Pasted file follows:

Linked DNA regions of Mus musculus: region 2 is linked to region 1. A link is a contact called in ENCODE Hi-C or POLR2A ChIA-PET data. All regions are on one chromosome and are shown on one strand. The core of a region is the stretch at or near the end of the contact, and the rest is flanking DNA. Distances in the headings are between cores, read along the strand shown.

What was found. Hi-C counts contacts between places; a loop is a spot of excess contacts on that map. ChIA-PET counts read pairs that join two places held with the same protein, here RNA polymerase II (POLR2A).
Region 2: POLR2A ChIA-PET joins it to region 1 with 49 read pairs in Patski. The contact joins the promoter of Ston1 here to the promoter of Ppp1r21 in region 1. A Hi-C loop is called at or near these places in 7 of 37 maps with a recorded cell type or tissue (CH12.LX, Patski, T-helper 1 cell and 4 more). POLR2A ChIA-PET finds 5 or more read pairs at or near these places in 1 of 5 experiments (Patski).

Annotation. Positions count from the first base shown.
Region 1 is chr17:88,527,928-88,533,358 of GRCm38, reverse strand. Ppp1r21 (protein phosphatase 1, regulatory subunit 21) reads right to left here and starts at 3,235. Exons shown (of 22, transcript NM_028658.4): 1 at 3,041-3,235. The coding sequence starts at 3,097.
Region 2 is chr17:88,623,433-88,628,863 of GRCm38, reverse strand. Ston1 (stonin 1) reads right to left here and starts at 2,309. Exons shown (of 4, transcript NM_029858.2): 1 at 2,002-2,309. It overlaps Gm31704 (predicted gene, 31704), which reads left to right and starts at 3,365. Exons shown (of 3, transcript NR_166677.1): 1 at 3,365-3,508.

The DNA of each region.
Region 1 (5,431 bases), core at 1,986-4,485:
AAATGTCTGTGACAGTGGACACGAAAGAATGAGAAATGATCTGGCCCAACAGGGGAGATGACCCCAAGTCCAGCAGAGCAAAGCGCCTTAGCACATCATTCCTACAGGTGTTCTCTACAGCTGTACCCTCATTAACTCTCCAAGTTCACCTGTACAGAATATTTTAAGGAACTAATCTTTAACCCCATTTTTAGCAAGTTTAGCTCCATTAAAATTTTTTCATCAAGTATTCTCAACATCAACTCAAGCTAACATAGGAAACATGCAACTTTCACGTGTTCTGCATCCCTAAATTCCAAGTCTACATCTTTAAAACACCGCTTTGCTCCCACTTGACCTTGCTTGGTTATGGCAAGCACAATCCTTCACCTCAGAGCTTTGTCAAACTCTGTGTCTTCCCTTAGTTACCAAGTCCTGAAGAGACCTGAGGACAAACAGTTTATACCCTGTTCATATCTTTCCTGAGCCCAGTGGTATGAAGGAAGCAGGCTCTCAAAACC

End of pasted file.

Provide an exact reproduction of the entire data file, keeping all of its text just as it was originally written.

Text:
Linked DNA regions of Mus musculus: region 2 is linked to region 1. A link is a contact called in ENCODE Hi-C or POLR2A ChIA-PET data. All regions are on one chromosome and are shown on one strand. The core of a region is the stretch at or near the end of the contact, and the rest is flanking DNA. Distances in the headings are between cores, read along the strand shown.

What was found. Hi-C counts contacts between places; a loop is a spot of excess contacts on that map. ChIA-PET counts read pairs that join two places held with the same protein, here RNA polymerase II (POLR2A).
Region 2: POLR2A ChIA-PET joins it to region 1 with 49 read pairs in Patski. The contact joins the promoter of Ston1 here to the promoter of Ppp1r21 in region 1. A Hi-C loop is called at or near these places in 7 of 37 maps with a recorded cell type or tissue (CH12.LX, Patski, T-helper 1 cell and 4 more). POLR2A ChIA-PET finds 5 or more read pairs at or near these places in 1 of 5 experiments (Patski).

Annotation. Positions count from the first base shown.
Region 1 is chr17:88,527,928-88,533,358 of GRCm38, reverse strand. Ppp1r21 (protein phosphatase 1, regulatory subunit 21) reads right to left here and starts at 3,235. Exons shown (of 22, transcript NM_028658.4): 1 at 3,041-3,235. The coding sequence starts at 3,097.
Region 2 is chr17:88,623,433-88,628,863 of GRCm38, reverse strand. Ston1 (stonin 1) reads right to left here and starts at 2,309. Exons shown (of 4, transcript NM_029858.2): 1 at 2,002-2,309. It overlaps Gm31704 (predicted gene, 31704), which reads left to right and starts at 3,365. Exons shown (of 3, transcript NR_166677.1): 1 at 3,365-3,508.

The DNA of each region.
Region 1 (5,431 bases), core at 1,986-4,485:
AAATGTCTGTGACAGTGGACACGAAAGAATGAGAAATGATCTGGCCCAACAGGGGAGATGACCCCAAGTCCAGCAGAGCAAAGCGCCTTAGCACATCATTCCTACAGGTGTTCTCTACAGCTGTACCCTCATTAACTCTCCAAGTTCACCTGTACAGAATATTTTAAGGAACTAATCTTTAACCCCATTTTTAGCAAGTTTAGCTCCATTAAAATTTTTTCATCAAGTATTCTCAACATCAACTCAAGCTAACATAGGAAACATGCAACTTTCACGTGTTCTGCATCCCTAAATTCCAAGTCTACATCTTTAAAACACCGCTTTGCTCCCACTTGACCTTGCTTGGTTATGGCAAGCACAATCCTTCACCTCAGAGCTTTGTCAAACTCTGTGTCTTCCCTTAGTTACCAAGTCCTGAAGAGACCTGAGGACAAACAGTTTATACCCTGTTCATATCTTTCCTGAGCCCAGTGGTATGAAGGAAGCAGGCTCTCAAAACC